In rotation: 1/15/20

Dallas, TX | Remembering Dallas record store icon Bill Wisener: The Eccentric And Memorable Owner Of Dallas’ Legendary Bill’s Records Was Found Dead In His Shop Over The Weekend. He Was 75 Years Old. Bill Wisener was found dead inside of the iconic Dallas record store that bore his name on Saturday morning. According to the Dallas Morning News, his body was discovered by a customer who showed up to his Lamar Street shop at around 11 a.m. looking to buy some records. But the doors to the store were locked, and, through the windows, the customer could see the iconic shop owner slumped in his usual spot behind the checkout counter. Paramedics arrived shortly thereafter and confirmed the worst — that Wisener, who had taken to sleeping in his store in recent years and whose health had deteriorated of late after a long life spent consuming cigarettes and Diet Coke at remarkable rates, had passed overnight. He was 75 years old. News of his passing spread immediately, and throughout the weekend, on social media.

Portland, OR | Where We Live: Portland leads vinyl record resurgence: Younger generations are helping drive vinyl record sales past CD sales. Vinyl records are making a big comeback and Portland is leading the resurgence. Vinyl records were on track to outsell CDs in 2019 for the first time since 1986. But in Portland, the popularity of vinyl never really faded. Jackpot Records in Portland’s funky Hawthorne District is one of the businesses helping vinyl remain a viable source of music. Shop owner Isaac Slusarenko said Jackpot Records has seen firsthand the steadily growing demand for vinyl records. “When we opened, we had about 50% vinyl, 50% CDs,” he said. “And now, we’re about 80% vinyl, 20% CDs.” The number of vinyl sales is rising but 80% of consumers still get their music through digital downloads. Still, more and more audiophiles are going old school. Slusarenko said the preference of vinyl over digital files is comparable to a physical book versus a Kindle publication. “I love being able to read lyrics and song titles and hold it — it just becomes something that you have an experience with,” he said. “And there’s a lot of great Portland bands that put out music on vinyl, too.”

Laconia, NH | The vinyl countdown: Records on the rebound: The phonograph record dates back to the 19th century, and is one of Thomas Edison’s contributions to modern life. Phonographs dominated the recorded music market for decades, until cassettes and compact discs came onto the scene. But like his light bulbs, phonograph records are proving to be one of Edison’s enduring inventions. MP3 players, and then streaming music services, spelled the end of the CD’s dominance. The phonograph never went away, though, and vinyl is again on the rise. The Recording Industry Association of America has been reporting an increase in vinyl record sales since 2006, with the most recent revenue report showing $224 million in sales in the first half of 2019. Why would Americans spend so much on new vinyl records when streaming services allow for instant access to just about any music, and for free in some cases? There’s just no replacing the experience of listening to music on a vinyl record, said Dan Mack. “Certain things open up and sound better,” said Mack, a member of the Michael Vincent Band. He’s been a vinyl aficionado for years, and over the past two years has sought to capitalize on the renewed interest in the centuries-old technology through his business, NH Vintage Vinyl, which buys and sells used vinyl records.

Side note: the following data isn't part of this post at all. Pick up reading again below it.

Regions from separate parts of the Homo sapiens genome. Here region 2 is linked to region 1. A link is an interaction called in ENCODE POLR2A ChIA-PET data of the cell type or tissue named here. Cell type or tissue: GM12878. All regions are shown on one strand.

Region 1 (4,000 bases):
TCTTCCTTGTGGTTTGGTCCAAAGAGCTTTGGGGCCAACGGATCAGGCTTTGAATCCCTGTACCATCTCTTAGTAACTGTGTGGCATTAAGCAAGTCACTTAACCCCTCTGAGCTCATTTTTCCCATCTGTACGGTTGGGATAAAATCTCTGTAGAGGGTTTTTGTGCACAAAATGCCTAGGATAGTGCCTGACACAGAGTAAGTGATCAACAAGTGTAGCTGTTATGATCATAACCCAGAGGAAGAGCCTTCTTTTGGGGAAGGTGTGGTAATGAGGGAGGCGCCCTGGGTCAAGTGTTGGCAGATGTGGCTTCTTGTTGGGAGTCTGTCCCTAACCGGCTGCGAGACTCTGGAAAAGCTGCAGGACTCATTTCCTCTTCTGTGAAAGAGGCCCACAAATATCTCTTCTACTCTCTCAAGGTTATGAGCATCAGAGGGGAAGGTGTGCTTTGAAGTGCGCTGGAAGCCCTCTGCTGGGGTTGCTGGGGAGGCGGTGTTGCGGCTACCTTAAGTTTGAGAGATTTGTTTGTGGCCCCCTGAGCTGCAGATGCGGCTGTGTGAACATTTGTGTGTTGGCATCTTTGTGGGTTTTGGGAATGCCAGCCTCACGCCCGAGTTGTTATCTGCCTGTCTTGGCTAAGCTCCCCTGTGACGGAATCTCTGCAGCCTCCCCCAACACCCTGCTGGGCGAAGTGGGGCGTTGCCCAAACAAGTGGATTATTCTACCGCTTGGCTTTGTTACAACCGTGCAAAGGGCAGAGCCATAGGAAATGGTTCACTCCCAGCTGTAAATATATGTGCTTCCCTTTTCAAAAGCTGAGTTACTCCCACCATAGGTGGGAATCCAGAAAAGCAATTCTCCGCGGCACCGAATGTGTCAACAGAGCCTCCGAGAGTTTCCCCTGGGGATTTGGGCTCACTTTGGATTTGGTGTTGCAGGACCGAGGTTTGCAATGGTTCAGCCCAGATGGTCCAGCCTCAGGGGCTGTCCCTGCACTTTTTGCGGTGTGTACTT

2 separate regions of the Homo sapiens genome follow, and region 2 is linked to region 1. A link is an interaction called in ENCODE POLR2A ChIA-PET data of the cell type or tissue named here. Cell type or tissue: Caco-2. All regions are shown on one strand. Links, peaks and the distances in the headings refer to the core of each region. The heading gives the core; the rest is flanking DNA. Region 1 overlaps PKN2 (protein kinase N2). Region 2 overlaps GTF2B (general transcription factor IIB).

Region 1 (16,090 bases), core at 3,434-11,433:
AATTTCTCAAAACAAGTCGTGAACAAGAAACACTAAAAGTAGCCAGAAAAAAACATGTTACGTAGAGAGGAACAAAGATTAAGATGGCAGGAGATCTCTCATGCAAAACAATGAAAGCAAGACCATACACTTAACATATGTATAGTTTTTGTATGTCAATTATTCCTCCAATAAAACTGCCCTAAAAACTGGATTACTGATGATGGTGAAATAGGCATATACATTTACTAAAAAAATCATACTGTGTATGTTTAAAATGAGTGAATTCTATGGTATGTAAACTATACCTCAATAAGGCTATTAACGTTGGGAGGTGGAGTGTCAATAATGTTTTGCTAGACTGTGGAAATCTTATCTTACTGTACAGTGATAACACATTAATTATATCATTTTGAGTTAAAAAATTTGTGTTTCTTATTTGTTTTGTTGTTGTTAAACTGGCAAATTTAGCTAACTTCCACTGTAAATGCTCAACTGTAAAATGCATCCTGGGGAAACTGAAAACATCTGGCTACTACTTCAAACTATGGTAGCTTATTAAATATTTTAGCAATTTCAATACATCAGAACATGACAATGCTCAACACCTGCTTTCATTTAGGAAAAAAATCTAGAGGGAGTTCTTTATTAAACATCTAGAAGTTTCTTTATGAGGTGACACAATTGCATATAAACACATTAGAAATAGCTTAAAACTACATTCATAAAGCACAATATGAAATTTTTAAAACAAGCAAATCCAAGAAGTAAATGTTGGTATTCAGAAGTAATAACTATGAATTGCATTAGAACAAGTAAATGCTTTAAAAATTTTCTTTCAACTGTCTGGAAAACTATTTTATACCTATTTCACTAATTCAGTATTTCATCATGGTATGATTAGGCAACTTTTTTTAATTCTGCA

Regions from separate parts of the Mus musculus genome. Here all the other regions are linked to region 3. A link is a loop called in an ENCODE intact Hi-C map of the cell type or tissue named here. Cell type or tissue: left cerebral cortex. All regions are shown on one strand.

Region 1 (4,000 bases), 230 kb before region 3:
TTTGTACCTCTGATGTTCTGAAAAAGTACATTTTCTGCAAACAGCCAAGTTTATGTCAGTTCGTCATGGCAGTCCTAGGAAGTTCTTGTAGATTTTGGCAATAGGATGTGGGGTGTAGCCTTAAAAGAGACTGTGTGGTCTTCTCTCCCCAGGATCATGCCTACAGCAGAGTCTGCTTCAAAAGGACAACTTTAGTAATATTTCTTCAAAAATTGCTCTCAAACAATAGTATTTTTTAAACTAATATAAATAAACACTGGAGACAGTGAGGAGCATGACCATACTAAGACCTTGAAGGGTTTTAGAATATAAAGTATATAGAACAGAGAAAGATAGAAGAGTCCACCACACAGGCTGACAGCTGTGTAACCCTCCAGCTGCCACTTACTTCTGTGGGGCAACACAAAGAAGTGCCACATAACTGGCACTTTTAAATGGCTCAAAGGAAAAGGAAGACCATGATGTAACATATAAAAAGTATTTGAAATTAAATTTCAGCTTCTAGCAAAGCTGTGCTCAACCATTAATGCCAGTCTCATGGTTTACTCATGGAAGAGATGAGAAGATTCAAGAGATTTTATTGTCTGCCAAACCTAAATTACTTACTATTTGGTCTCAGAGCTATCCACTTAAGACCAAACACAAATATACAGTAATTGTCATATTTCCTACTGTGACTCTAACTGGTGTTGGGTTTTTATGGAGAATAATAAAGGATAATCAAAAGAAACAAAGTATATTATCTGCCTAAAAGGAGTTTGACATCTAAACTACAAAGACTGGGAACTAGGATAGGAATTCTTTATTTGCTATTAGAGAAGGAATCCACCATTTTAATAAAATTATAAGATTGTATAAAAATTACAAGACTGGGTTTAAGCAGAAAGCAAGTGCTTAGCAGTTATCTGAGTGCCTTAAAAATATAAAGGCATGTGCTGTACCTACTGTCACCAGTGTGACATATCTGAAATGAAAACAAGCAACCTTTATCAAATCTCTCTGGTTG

Big Star’s First Two Albums Reissued, Analog Remastered Vinyl: Like a lot of you out there in audiophile-land (and record collecting land for that matter), I have never had an “original” pressing of the now-revered and once-ignored first albums by indie rock legends Big Star. They were hard to find in 1972 and only became more sought after as the group grew in stature in the 1980s. So after years of CD-only listening I jumped at an opportunity a number of years ago to get some vinyl reissues of Big Star’s #1 Record and Radio City when I saw them going for about twelve bucks each at Amoeba Music. Upon playing them, I was not thrilled. Immediately those rumors I’d heard that vinyl records were being mastered off of CDs came to mind. It wasn’t awful but it wasn’t revelatory and the pressings were noisy. I could not play them loudly as they sounded harsh and — well — digital, a trebly texture that taxes my ears. This was especially evident when I came to the gorgeous song “Thirteen” which were plagued by distortion and other groove noise.

Guardians of the Galaxy Soundtrack Is the 3rd Highest Selling Vinyl Record of the Decade: James Gunn’s Guardians of the Galaxy Vol. 1 soundtrack is the third highest selling vinyl record of the decade. The director shared the surprising news on social media after Nielson Music SoundScan released their end of the decade report. Records have come back in a major way over the past ten years for music fans who like to hold something tangible in their hands as opposed to streaming and the mostly-dead world of CDs. Nielsen Music SoundScan is an information and sales tracking system that tracks music and video sales in the United States and Canada. The data is collected weekly and the decade list was just revealed. The list finds that the Marvel Cinematic Universe has found itself as a big contender in the vinyl business. James Gunn’s Guardians of the Galaxy is the third highest selling vinyl album in the last ten years, which is pretty big. It’s only behind The Beatles’ Abbey Road and Pink Floyd’s iconic Dark Side of the Moon album.

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